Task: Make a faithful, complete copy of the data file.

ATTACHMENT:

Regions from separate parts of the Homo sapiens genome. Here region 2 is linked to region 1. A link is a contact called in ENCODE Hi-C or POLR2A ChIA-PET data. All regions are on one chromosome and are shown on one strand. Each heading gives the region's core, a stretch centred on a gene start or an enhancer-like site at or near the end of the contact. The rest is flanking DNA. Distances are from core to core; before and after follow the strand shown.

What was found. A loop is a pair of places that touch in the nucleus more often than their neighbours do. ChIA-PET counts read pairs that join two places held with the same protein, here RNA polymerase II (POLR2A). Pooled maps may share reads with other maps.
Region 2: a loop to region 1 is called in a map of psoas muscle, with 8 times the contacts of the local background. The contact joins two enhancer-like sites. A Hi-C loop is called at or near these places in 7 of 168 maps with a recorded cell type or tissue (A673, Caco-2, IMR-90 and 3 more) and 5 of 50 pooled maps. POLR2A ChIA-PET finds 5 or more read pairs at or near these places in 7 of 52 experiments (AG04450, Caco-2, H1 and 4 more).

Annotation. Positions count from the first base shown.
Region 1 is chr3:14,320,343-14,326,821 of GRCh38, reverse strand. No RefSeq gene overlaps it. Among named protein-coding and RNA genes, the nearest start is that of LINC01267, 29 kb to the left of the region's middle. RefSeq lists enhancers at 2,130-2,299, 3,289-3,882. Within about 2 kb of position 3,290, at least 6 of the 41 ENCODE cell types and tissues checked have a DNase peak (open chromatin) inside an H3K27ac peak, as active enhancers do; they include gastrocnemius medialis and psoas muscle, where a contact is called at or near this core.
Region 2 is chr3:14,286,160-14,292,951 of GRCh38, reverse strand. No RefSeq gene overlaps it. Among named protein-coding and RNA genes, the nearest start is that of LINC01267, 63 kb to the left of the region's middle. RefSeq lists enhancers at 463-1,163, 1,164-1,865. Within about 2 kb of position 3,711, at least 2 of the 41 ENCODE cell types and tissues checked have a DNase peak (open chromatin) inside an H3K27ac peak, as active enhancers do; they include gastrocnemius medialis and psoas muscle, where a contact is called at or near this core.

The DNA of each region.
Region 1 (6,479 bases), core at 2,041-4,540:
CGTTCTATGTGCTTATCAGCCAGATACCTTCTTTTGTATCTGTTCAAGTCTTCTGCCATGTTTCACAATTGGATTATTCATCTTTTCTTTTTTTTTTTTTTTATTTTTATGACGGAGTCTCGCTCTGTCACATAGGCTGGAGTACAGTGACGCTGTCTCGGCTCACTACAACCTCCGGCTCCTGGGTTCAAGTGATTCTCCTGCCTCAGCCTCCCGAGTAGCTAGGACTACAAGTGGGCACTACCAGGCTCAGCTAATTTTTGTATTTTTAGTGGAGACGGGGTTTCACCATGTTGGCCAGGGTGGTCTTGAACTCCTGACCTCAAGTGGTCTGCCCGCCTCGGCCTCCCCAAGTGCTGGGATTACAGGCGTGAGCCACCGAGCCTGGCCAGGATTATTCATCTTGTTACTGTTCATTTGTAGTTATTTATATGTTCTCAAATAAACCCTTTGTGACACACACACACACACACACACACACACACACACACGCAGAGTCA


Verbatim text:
Regions from separate parts of the Homo sapiens genome. Here region 2 is linked to region 1. A link is a contact called in ENCODE Hi-C or POLR2A ChIA-PET data. All regions are on one chromosome and are shown on one strand. Each heading gives the region's core, a stretch centred on a gene start or an enhancer-like site at or near the end of the contact. The rest is flanking DNA. Distances are from core to core; before and after follow the strand shown.

What was found. A loop is a pair of places that touch in the nucleus more often than their neighbours do. ChIA-PET counts read pairs that join two places held with the same protein, here RNA polymerase II (POLR2A). Pooled maps may share reads with other maps.
Region 2: a loop to region 1 is called in a map of psoas muscle, with 8 times the contacts of the local background. The contact joins two enhancer-like sites. A Hi-C loop is called at or near these places in 7 of 168 maps with a recorded cell type or tissue (A673, Caco-2, IMR-90 and 3 more) and 5 of 50 pooled maps. POLR2A ChIA-PET finds 5 or more read pairs at or near these places in 7 of 52 experiments (AG04450, Caco-2, H1 and 4 more).

Annotation. Positions count from the first base shown.
Region 1 is chr3:14,320,343-14,326,821 of GRCh38, reverse strand. No RefSeq gene overlaps it. Among named protein-coding and RNA genes, the nearest start is that of LINC01267, 29 kb to the left of the region's middle. RefSeq lists enhancers at 2,130-2,299, 3,289-3,882. Within about 2 kb of position 3,290, at least 6 of the 41 ENCODE cell types and tissues checked have a DNase peak (open chromatin) inside an H3K27ac peak, as active enhancers do; they include gastrocnemius medialis and psoas muscle, where a contact is called at or near this core.
Region 2 is chr3:14,286,160-14,292,951 of GRCh38, reverse strand. No RefSeq gene overlaps it. Among named protein-coding and RNA genes, the nearest start is that of LINC01267, 63 kb to the left of the region's middle. RefSeq lists enhancers at 463-1,163, 1,164-1,865. Within about 2 kb of position 3,711, at least 2 of the 41 ENCODE cell types and tissues checked have a DNase peak (open chromatin) inside an H3K27ac peak, as active enhancers do; they include gastrocnemius medialis and psoas muscle, where a contact is called at or near this core.

The DNA of each region.
Region 1 (6,479 bases), core at 2,041-4,540:
CGTTCTATGTGCTTATCAGCCAGATACCTTCTTTTGTATCTGTTCAAGTCTTCTGCCATGTTTCACAATTGGATTATTCATCTTTTCTTTTTTTTTTTTTTTATTTTTATGACGGAGTCTCGCTCTGTCACATAGGCTGGAGTACAGTGACGCTGTCTCGGCTCACTACAACCTCCGGCTCCTGGGTTCAAGTGATTCTCCTGCCTCAGCCTCCCGAGTAGCTAGGACTACAAGTGGGCACTACCAGGCTCAGCTAATTTTTGTATTTTTAGTGGAGACGGGGTTTCACCATGTTGGCCAGGGTGGTCTTGAACTCCTGACCTCAAGTGGTCTGCCCGCCTCGGCCTCCCCAAGTGCTGGGATTACAGGCGTGAGCCACCGAGCCTGGCCAGGATTATTCATCTTGTTACTGTTCATTTGTAGTTATTTATATGTTCTCAAATAAACCCTTTGTGACACACACACACACACACACACACACACACACACACGCAGAGTCA